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“Landlords cannot let properties with an energy performance rating of F or G (unless they qualify for an exemption) so they should be planning to undertake works that can be done with the grant funding that is being made available. Their tenants will also benefit as they will get a reduction in their annual fuel bills.”

“The 27 million homes in the UK, which generate up to 25% of the greenhouse gas emissions and energy demand in the UK, are some of the least heat efficient homes in Europe.

“The Government hopes the grants will improve these statistics and help the UK to meet the commitment to have net zero greenhouse gas emissions by 2050.

“Online applications by landlords will be passed to “registered local tradesmen” to do the necessary works – which the Chancellor expects to help generate a further 100,000 jobs in the “Green Sector.”

“There are c2.2m landlords in England, with an average of 1.8 properties each – a total of 3.96m buy to let properties.

“If landlords applied for grants to improve the energy efficiency of just 25% of their properties, and got an average grant of £3,300 for insulation, the Green Homes Grant funding would be £3.27bn, and 990,000 homes would have been improved.

“The Chancellor announced £2bn to fund grants in 2020/21, and stated he hopes 600,000 homes to be improved, but he made it clear that his funding was based on estimates of take up of the funding, and indicated it is not capped, which is good news for BTL landlords.”

“The full details of the Green Homes Grants has not been published, but given the Grant funding announced was only for one year it is important that Landlords start reviewing their housing, assessing what work should be done that is eligible for the grant, so that that they can apply for the funding.

“This is one of the few measures announced by the Government in the last three months that assists landlords, and they should make sure that they take advantage of the funding, and at the same time help the UK achieve net zero greenhouse gas emissions by 2050.”

Source: Property Industry Eye

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BTL brokers showing increased confidence

Four out of 10 BTL brokers expect to write more business in the next 12 months, Paragon Bank’s Financial Adviser Confidence Tracker (FACT) Index has revealed.

The survey of more than 200 intermediaries showed that 41% of advisors said they expect more buy-to-let business, a slight dip on the 43% recorded in the first quarter of 2020, but up on the 38% from the final quarter of last year.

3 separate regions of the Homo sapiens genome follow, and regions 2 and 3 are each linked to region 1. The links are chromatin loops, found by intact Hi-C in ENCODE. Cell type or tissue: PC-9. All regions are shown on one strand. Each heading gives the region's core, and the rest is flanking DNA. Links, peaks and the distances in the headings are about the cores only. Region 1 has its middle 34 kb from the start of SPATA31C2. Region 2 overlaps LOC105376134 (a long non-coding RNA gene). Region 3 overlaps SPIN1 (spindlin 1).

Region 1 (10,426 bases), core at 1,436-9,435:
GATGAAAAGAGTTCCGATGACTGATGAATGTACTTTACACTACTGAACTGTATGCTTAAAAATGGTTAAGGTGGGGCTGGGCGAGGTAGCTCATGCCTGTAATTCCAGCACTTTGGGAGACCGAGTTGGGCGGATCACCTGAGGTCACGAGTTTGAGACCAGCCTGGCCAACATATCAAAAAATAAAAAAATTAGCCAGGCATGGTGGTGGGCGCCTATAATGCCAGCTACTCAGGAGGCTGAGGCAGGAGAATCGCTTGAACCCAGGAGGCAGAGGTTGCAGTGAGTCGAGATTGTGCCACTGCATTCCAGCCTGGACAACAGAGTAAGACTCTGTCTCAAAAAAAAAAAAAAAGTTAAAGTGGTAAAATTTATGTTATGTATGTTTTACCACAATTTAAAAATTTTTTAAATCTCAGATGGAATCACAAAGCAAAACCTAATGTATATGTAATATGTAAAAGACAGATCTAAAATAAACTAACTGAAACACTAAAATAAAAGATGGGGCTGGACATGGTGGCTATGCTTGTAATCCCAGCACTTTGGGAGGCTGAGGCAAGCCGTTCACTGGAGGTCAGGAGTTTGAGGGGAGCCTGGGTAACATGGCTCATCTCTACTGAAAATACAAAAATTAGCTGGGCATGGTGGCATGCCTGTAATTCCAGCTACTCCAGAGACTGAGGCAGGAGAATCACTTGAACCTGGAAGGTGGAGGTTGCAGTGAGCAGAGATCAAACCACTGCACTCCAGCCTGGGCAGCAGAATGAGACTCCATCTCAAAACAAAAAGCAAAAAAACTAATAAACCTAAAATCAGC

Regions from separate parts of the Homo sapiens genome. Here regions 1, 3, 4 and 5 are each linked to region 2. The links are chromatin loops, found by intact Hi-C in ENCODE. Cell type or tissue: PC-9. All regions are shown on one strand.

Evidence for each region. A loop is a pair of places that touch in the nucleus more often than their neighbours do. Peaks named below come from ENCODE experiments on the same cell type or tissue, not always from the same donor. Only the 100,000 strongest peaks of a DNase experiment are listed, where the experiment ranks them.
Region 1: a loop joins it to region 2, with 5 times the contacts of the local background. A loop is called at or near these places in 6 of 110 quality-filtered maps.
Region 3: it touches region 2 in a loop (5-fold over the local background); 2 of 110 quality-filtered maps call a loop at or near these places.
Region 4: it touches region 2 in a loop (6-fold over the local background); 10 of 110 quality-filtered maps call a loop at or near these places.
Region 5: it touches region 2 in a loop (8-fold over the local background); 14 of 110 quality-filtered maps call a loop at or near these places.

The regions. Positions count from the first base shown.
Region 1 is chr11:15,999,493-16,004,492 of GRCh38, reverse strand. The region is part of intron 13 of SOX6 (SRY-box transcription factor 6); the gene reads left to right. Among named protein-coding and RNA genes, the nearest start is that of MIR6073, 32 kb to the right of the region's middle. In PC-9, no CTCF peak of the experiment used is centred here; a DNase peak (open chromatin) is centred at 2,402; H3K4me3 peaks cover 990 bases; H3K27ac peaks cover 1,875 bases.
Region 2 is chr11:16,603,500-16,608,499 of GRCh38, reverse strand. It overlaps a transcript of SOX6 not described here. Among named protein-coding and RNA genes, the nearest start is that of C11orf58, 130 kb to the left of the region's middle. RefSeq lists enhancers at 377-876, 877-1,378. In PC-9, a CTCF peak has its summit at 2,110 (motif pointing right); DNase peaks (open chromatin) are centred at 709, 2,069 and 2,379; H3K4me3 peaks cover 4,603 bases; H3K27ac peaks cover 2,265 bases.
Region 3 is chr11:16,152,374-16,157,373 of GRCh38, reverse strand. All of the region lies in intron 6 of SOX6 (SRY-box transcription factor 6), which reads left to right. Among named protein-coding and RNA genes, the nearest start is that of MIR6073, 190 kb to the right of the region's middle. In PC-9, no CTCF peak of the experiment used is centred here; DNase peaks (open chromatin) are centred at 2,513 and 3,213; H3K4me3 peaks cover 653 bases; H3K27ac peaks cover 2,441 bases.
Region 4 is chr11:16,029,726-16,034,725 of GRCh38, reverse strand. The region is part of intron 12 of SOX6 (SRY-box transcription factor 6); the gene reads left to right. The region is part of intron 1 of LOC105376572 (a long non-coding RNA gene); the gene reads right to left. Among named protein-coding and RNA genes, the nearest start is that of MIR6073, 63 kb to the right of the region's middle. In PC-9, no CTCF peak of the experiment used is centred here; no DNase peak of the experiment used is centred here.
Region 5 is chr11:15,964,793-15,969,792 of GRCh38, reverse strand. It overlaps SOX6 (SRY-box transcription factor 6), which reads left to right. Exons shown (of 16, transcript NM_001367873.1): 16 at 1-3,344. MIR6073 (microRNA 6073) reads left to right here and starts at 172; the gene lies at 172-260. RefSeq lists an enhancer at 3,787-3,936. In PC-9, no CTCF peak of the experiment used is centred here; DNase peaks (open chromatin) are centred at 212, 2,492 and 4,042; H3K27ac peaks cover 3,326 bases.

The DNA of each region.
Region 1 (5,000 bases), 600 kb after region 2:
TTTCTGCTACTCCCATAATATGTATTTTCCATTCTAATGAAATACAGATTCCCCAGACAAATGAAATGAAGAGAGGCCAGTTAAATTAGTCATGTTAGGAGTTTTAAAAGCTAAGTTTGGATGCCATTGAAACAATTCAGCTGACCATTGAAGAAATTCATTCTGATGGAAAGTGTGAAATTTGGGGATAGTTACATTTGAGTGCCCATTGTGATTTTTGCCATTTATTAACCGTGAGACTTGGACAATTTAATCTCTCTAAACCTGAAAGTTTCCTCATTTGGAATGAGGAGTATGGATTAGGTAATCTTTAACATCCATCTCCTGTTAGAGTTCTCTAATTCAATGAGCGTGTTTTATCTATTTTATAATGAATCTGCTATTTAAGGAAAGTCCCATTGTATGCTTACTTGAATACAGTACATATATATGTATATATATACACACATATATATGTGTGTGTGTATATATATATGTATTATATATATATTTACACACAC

Just over a quarter (28%) of intermediaries expect buy-to-let mortgage levels to remain stable.

Richard Rowntree, Paragon Bank Managing Director of Mortgages, said: “Despite the buffeting that coronavirus has caused to the mortgage market, and housing sector more broadly, there is clearly still strong and stable demand for buy-to-let via intermediaries, which is reflected in the results of this survey.

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“We have seen a solid rebound in buy-to-let business since the housing market reopened in mid-May and landlords have been unlocking capital to invest and grow their portfolios further. We expect to see increased demand for rented property underpinning growth in the coming months as people delay house purchase or cannot obtain a mortgage with the removal of higher loan to value products in the residential market.”

Of those intermediaries forecasting an increase in buy-to-let business, confidence was stronger amongst directly authorised firms (46%) than appointed representatives (36%). Confidence was also firmer in sole adviser organisations (47%) than firms with between two to three advisers (34%) and four or more advisers (37%).

Richard added: “Coronavirus has had a clear and damaging impact on the economy and the UK as a whole, but the long-term fundamentals underpinning demand for buy-to-let remain unchanged. The UK has a growing population with increasing numbers of households and the private rented sector will provide a good quality home for many of them.”

Source: Property118

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Liverpool named UK’s best buy-to-let area to invest in

New research has identified Liverpool as one of the best places in the UK for buy-to-let investors, with yields as high as 10.30%.

The findings are from analysis by Mojo Mortgages using the UK Land Registry, Zoopla, On The Market and property data portal, PropertyData.co.uk in a bid to find where the current investment hotspots are.

Mojo said: “From our analysis, the North West is one of the top regions for strong buy-to-let yields. As well as a number of profitable areas in Liverpool, the area of M14 in Manchester, which covers Fallowfield, has a yield of 7.60%.

“Both these cities have a solid student population, plus property prices are relatively low.”

In the UK there are an estimated 2.6 million buy-to-let landlords, and despite the pandemic, those who do have the cash to invest believe investment opportunities will emerge, with lenders cutting rates on buy-to-let products and raising affordability thresholds.